-Once your maxing out the solo 401k, backdoor roth, and HSA, consider a taxable account and learn to tax loss harvest. I use wealthfront for my taxable account because I find the automated tax loss harvesting convenient and worth the 25 basis points.

Further, further down the road once you have at least 3 years of consistent 300k+ income:
-Hire a TPA and open a define benefit plan + solo 401k that allows aftertax nonroth contributions (mega backdoor roth ira). I am setting up one currently (wish I did a few years ago). At 37, 300k income will roughly allow: 95k pretax DB contribution, 18k pretax 401k employee salary deferral, 10k pretax employer profit sharing portion, 26k aftertax nonroth contributions that can be converted to roth.


I could move and make more money elsewhere but there are very few places where I can be in the water surfing a premier break all while getting paid to be on call. If someone knows another location like this that will reimburse me better, please PM me. :D

WanderingDoc
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Re: Anesthesiologist Advise [how to save money]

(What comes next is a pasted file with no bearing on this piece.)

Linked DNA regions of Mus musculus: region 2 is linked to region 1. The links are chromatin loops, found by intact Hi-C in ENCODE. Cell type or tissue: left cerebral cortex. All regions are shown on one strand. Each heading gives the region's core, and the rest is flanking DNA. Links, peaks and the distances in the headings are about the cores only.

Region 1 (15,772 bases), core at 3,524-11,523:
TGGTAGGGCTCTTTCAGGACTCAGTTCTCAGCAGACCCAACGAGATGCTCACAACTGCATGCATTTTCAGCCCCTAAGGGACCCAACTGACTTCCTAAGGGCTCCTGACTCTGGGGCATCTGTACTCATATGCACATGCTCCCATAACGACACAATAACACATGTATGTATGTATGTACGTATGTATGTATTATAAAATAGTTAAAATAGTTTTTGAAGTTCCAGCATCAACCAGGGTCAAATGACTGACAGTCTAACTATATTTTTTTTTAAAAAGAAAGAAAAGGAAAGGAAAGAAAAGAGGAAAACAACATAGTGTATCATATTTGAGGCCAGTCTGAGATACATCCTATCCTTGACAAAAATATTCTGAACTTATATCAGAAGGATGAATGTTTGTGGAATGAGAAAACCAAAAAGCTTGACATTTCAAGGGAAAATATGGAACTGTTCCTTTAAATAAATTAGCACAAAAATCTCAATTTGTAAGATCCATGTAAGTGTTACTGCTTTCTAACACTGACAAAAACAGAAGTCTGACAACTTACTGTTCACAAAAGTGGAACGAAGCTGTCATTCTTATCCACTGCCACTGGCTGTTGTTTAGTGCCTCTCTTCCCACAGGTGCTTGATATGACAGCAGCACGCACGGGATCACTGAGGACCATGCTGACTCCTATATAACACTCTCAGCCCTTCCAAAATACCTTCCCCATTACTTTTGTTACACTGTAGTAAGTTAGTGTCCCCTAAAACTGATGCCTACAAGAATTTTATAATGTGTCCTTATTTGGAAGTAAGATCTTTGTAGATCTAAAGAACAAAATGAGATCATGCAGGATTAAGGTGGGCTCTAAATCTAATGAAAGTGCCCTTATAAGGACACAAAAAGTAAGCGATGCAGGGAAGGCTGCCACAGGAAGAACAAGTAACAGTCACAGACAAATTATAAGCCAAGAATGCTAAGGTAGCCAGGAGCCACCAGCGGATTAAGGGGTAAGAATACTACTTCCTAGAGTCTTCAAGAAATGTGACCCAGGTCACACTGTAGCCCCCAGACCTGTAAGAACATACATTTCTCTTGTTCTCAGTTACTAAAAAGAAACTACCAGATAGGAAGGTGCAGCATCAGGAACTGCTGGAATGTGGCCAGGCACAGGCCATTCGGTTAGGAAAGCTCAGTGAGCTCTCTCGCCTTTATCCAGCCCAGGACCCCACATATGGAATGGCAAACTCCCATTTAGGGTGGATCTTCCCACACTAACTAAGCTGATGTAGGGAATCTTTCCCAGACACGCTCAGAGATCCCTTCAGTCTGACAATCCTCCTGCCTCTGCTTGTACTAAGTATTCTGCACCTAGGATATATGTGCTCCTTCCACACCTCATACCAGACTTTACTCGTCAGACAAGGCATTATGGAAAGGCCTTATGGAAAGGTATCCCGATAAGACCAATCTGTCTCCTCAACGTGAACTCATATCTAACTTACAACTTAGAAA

Post by WanderingDoc » Thu Oct 12, 2017 11:58 pm

grp2c wrote:
Thu Oct 12, 2017 11:48 pm
37 yo socal 1099 anesthesiologist here. OP, I was in your same shoes 5 years ago except with 140k student debt. Excellent advice in some of the posts above. Here's some more advice that I have used:

-Ask for an interest free loan from your billing company that is secured against your accounts receivable to make ends meet until your billing kicks in
-If possible, do a roth conversion of the 14k in your 401k for 2017, income will not be lower than it is this year esp. with the delay in billing
-I am a sole proprietor, some of my partners are s corps. I have not felt the need to incorporate. S corp might allow you to be more aggressive with business deductions and I was told the audit risk is lower. As spirit rider showed above it's probably wash on tax savings vs extra fees at your income.
-Live below your means

Further down the road:
-Max out retirement accounts. I started with a SEP ira then changed to a solo 401k, so I can do the backdoor roth. I'd just start with the solo 401k.
-Use an HSA as a stealth ira
-When you want buy a home look into the doctor loan that allow 10% down and no PMI. I saved for a down payment with ibonds and california muni bonds
-Once your maxing out the solo 401k, backdoor roth, and HSA, consider a taxable account and learn to tax loss harvest. I use wealthfront for my taxable account because I find the automated tax loss harvesting convenient and worth the 25 basis points.

Further, further down the road once you have at least 3 years of consistent 300k+ income: